Location

St. Louis, Missouri

Session Start Date

6-1-1993

Abstract

A large and complex landslide in marine shales is impacting the approach roadway and a 4600-ft long bridge carrying U.S. Route 212 over the Oahe Reservoir at Forest City, South Dakota. After extensive investigation and analyses it was determined that the main landslide could be remediated by unloading the slide using a large cut through the escarpment located upslope from the bridge. Although moving with the main slide, the 900- foot long approach embankment is failing in directions differing from the main slide. Preliminary study indicates that the independent slides within the approach embankment can be stabilized by stone columns or reinforced concrete dowels. Partial remediation has been achieved by the installation of stone columns around the embankment toe.

Department(s)

Civil, Architectural and Environmental Engineering

Appears In

International Conference on Case Histories in Geotechnical Engineering

Meeting Name

Third Conference

Publisher

University of Missouri--Rolla

Publication Date

6-1-1993

Document Version

Final Version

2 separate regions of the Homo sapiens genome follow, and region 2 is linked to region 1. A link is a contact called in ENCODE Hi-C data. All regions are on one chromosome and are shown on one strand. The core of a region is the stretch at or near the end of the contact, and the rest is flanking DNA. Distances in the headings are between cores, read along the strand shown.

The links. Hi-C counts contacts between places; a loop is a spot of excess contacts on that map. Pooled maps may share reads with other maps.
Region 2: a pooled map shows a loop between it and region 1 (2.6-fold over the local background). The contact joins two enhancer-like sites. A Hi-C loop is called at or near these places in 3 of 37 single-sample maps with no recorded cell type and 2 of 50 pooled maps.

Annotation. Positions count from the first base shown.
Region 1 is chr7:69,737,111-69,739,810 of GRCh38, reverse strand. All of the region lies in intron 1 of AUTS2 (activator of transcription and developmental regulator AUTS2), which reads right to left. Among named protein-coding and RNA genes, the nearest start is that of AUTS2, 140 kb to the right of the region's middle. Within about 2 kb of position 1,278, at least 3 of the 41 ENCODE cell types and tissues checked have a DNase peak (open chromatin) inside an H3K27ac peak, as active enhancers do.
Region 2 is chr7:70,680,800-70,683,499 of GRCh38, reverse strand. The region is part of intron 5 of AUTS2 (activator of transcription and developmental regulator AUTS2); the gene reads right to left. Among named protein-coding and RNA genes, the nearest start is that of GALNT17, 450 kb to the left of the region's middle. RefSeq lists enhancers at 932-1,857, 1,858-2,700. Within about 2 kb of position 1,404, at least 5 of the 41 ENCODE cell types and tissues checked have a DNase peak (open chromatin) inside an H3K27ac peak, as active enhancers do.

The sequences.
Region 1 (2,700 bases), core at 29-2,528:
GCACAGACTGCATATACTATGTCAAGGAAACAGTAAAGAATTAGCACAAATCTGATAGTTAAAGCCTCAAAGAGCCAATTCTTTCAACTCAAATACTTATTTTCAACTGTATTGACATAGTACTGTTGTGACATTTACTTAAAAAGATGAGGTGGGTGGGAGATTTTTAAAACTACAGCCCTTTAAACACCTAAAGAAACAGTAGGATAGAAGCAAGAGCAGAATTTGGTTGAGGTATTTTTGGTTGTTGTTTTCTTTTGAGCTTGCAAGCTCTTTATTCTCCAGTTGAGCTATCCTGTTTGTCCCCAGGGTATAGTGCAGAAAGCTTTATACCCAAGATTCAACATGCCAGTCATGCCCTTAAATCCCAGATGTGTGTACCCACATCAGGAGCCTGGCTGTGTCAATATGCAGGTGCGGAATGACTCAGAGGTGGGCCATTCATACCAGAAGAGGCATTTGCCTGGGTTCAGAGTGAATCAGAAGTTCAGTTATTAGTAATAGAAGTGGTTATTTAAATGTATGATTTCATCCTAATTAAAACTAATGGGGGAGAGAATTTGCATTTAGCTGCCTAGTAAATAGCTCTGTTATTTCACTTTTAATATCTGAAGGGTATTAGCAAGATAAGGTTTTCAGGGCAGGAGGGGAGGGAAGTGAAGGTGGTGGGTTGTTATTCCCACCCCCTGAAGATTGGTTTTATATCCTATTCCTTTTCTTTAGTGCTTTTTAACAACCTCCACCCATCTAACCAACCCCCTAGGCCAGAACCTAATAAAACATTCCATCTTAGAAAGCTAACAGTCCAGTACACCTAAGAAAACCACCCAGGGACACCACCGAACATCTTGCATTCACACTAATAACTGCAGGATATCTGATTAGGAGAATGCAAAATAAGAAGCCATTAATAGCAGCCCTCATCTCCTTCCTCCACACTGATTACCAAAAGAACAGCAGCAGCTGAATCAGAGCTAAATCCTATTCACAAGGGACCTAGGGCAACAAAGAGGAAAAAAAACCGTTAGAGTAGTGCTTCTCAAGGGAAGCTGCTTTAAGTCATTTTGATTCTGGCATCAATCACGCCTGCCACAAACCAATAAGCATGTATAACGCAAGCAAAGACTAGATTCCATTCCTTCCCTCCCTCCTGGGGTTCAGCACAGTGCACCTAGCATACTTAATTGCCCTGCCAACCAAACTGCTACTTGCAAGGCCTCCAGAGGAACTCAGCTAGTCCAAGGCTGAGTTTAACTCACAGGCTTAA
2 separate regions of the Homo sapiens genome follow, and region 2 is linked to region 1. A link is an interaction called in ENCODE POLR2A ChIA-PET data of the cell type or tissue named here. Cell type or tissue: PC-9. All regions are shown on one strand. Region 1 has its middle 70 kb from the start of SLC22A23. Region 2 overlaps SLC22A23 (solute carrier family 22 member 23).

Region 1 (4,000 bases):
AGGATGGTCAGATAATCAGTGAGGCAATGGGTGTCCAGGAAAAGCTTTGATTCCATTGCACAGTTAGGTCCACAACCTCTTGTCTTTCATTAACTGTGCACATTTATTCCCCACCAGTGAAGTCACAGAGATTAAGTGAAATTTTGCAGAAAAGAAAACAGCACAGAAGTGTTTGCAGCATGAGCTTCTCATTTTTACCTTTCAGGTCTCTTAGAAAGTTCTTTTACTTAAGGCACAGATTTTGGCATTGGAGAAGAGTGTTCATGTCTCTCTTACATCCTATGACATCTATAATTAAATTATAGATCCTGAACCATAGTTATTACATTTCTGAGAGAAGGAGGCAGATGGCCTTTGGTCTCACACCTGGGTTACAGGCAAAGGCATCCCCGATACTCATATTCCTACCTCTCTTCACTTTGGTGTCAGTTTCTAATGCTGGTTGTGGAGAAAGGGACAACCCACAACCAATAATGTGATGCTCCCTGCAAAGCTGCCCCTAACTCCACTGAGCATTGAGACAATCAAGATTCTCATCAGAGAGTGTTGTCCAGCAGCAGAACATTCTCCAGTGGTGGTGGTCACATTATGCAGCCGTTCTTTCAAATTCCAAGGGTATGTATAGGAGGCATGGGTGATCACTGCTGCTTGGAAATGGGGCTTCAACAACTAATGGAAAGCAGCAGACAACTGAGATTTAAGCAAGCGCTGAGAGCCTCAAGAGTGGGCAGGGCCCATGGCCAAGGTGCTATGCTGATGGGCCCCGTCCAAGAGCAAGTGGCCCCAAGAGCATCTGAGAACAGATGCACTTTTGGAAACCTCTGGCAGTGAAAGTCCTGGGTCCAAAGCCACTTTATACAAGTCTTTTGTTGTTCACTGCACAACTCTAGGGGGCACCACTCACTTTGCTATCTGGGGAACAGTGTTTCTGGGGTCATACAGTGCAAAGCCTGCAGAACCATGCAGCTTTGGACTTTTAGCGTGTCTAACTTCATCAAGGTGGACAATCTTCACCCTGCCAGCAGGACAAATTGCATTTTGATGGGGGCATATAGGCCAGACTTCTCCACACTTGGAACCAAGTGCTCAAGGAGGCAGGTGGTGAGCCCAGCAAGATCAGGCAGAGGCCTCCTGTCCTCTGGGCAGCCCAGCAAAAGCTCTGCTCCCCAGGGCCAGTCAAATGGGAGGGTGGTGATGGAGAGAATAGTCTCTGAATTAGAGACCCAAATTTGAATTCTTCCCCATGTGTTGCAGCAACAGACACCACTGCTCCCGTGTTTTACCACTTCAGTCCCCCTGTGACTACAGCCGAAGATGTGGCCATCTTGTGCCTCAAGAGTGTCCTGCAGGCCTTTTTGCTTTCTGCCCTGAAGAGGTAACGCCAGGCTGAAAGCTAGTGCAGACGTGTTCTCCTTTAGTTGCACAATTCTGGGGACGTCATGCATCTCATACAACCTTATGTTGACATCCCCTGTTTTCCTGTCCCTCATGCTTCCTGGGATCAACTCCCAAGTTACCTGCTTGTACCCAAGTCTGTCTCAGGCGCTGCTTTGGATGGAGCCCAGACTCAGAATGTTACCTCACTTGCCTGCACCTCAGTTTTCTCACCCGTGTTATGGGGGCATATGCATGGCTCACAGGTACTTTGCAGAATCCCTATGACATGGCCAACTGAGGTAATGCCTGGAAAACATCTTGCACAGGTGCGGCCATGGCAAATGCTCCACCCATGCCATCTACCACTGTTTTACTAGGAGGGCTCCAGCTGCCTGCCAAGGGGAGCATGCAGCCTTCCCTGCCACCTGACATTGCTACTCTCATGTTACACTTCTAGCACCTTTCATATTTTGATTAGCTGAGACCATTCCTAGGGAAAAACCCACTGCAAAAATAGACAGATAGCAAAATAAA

Rights

© 1993 University of Missouri--Rolla, All rights reserved.

Document Type

Article - Conference proceedings

File Type

text

Language

English

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Jun 1st, 12:00 AM

The Forest City Landslide

St. Louis, Missouri

A large and complex landslide in marine shales is impacting the approach roadway and a 4600-ft long bridge carrying U.S. Route 212 over the Oahe Reservoir at Forest City, South Dakota. After extensive investigation and analyses it was determined that the main landslide could be remediated by unloading the slide using a large cut through the escarpment located upslope from the bridge. Although moving with the main slide, the 900- foot long approach embankment is failing in directions differing from the main slide. Preliminary study indicates that the independent slides within the approach embankment can be stabilized by stone columns or reinforced concrete dowels. Partial remediation has been achieved by the installation of stone columns around the embankment toe.